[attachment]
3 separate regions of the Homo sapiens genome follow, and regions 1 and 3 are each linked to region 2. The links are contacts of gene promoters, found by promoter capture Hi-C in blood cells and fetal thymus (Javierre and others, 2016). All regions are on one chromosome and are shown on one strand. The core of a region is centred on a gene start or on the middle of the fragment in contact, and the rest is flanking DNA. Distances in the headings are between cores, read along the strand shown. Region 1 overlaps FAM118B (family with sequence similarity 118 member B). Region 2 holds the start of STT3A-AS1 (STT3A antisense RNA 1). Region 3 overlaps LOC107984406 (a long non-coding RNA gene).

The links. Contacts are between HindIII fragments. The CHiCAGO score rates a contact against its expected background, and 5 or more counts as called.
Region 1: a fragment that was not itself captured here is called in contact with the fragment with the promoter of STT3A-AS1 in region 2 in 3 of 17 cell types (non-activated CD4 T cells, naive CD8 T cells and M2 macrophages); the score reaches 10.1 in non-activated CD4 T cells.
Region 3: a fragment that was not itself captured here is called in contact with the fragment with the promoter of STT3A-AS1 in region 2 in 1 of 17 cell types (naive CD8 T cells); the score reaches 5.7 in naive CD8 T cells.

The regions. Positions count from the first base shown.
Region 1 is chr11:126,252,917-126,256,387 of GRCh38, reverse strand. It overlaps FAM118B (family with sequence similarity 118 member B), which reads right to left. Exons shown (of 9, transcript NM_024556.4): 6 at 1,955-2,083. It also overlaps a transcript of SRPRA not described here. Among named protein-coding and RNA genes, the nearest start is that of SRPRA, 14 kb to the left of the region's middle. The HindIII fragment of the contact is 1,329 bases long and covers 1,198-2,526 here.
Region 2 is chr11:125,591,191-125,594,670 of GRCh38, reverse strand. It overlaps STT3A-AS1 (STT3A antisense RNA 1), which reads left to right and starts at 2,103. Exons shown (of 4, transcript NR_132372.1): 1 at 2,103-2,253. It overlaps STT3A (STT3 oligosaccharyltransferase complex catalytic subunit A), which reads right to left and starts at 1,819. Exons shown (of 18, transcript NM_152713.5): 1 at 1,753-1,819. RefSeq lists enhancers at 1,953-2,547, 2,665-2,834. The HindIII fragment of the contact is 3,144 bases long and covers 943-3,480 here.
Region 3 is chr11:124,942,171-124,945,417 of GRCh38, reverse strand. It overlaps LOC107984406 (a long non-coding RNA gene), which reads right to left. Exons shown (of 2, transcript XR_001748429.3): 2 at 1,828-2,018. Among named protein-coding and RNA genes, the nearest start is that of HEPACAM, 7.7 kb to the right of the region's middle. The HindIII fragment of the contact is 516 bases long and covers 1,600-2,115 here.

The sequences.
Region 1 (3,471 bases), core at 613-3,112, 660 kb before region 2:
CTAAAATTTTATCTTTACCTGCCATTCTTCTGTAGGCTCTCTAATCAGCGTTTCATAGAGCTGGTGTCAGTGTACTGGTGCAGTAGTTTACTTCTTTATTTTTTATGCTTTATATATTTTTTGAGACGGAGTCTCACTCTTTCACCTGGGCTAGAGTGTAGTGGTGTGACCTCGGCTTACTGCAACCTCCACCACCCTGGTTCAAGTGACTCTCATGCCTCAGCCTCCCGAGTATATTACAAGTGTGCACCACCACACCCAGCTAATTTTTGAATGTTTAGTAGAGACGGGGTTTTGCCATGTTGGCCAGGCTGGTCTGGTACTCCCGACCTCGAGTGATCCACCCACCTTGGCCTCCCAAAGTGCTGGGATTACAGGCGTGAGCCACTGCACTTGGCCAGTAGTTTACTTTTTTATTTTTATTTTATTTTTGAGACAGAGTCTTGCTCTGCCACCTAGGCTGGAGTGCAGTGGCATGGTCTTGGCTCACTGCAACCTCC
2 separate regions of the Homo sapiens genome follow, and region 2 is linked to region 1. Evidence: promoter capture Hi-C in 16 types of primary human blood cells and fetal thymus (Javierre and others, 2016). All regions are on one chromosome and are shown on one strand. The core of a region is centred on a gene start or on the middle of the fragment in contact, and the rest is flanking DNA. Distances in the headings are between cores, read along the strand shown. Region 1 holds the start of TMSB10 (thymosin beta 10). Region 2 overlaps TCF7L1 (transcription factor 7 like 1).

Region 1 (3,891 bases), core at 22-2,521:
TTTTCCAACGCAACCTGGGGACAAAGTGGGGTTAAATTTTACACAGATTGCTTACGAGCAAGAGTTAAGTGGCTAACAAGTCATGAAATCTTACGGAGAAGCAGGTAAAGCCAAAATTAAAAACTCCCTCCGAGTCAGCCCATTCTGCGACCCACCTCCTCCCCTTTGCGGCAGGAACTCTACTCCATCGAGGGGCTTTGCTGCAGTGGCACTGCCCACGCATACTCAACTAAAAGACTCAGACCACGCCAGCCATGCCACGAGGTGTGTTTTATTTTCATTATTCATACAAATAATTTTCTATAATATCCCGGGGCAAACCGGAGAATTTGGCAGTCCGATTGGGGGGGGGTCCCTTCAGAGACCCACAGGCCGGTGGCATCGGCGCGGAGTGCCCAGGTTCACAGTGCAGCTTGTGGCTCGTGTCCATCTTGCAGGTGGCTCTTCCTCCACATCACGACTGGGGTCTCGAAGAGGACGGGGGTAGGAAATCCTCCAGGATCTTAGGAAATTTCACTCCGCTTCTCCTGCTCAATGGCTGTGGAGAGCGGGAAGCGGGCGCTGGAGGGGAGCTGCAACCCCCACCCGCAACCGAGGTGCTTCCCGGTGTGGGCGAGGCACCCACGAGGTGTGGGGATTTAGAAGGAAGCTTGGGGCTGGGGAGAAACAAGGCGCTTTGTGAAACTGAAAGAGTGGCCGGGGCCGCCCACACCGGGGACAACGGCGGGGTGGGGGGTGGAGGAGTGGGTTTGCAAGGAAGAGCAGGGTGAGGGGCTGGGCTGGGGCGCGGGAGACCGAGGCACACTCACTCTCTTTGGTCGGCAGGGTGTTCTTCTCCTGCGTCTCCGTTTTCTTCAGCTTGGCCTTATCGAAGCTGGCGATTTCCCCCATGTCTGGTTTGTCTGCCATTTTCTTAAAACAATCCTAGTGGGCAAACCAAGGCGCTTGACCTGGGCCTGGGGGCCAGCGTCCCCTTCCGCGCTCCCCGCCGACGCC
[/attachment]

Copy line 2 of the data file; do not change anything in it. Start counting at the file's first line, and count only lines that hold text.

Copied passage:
The links. Contacts are between HindIII fragments. The CHiCAGO score rates a contact against its expected background, and 5 or more counts as called.